David Byrne review, Eventim Apollo, London: The most meticulous production you’d ever hope to see
Via The Independent
Photo: Rich Fury/Getty Images for Coachella
By Jeremy Allen
It was David Byrne’s perfectionism that killed off Talking Heads.
His bandmates were apparently keen to hit the road again after touring in support of Speaking In Tongues, but Byrne wouldn’t budge unless they could in some way top the success of that tour, immortalised in 1984’s Stop Making Sense. Widely regarded as the greatest concert film ever made, the bar they’d set for themselves was too high, and the tensions eventually broke up the band.
You might have thought such overarching ambition would dissipate with age or would come to be regarded as the folly of youth. And yet, at 66 years of age, Byrne hasn’t given up on completely reinventing the way music is presented. In support of his first solo record in 16 years, the American Utopia tour is one of the most mind-blowingly meticulous and awe-inspiring productions you could ever hope to see. This writer is of a vintage where the days of seeing a show that competes with his favourites were thought to be long gone, and yet this is up there.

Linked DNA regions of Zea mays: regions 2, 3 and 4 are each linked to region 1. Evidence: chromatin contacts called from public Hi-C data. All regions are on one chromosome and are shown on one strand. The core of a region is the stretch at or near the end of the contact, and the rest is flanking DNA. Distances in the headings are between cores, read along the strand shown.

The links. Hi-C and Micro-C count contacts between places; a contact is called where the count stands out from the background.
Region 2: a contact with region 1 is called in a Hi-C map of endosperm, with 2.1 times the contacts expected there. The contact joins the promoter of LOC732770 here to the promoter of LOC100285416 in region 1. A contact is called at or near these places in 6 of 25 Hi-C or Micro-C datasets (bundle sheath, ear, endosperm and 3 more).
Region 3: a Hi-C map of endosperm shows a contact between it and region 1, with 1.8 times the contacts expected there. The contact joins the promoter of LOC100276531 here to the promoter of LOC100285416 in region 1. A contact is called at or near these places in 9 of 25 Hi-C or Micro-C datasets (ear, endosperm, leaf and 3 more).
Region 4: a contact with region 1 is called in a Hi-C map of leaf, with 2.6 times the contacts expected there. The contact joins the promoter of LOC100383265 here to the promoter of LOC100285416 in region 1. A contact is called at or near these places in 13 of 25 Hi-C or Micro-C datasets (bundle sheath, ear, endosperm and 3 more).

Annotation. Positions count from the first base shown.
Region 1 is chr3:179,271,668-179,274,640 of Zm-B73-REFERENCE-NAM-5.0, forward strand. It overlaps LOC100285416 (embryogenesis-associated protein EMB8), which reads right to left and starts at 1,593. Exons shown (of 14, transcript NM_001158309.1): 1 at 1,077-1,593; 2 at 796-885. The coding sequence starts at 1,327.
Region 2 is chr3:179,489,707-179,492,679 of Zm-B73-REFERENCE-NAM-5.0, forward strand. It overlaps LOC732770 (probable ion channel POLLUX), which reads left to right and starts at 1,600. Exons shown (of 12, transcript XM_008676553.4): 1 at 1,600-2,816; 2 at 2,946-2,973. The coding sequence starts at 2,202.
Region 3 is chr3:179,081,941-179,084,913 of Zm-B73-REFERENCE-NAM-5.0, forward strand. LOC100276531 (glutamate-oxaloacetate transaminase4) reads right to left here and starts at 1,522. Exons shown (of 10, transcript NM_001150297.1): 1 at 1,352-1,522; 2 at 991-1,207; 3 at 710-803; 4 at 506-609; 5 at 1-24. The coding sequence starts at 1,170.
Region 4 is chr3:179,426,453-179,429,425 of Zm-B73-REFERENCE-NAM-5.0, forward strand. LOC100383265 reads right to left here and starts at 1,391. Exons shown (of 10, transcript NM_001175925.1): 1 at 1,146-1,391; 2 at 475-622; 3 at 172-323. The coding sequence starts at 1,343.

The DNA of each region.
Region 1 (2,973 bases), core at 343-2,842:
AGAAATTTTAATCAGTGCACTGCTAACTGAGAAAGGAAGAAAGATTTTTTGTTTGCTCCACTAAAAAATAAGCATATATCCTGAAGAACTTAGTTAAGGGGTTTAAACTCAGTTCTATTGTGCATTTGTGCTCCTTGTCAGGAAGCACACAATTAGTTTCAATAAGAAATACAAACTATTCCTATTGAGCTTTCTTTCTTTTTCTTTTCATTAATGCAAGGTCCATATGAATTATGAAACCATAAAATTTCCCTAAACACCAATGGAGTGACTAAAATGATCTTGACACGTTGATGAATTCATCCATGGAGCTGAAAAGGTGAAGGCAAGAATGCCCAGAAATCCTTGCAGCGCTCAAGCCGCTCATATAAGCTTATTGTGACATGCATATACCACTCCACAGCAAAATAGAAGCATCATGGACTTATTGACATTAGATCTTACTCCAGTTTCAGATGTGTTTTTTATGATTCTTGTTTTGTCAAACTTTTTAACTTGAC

To attempt to relay the details is almost a folly in itself, but one must try. Byrne commences at a table and sings to a brain on "Here". Other players begin to emerge upon a mise-en-scène that’s Brechtian in its minimalism, and the more they appear, the more the excitement builds. A lustrous "Lazy" gives way to a pulsating "I Zimbra", and the whole spectacle is suddenly one of such overwhelming exuberance that I feel myself well up.
The fastidiously choreographed musicians and singers frantically traverse the stage, performing with passion despite the demands of verticality. Byrne subjects himself to these rigours too. He shimmies one way, waves his arms around the other and then crouches down and gives his knees a good workout (all the while singing with a mic strapped to his left cheek). On "This Must Be The Place", his crew mosey back and forth in synchronised lines turning the stage into a catwalk; on the punchy "Blind", Byrne and his acolytes turn themselves into living shadow puppets.
The pounding percussion; the unadulterated joy and the sheer audacity: these save the show from erring into the realms of musical theatre. It’s a gig, but not as we know it. It might have taken more than 30 years, but Byrne has somehow made Stop Making Sense look ordinary. Perfection.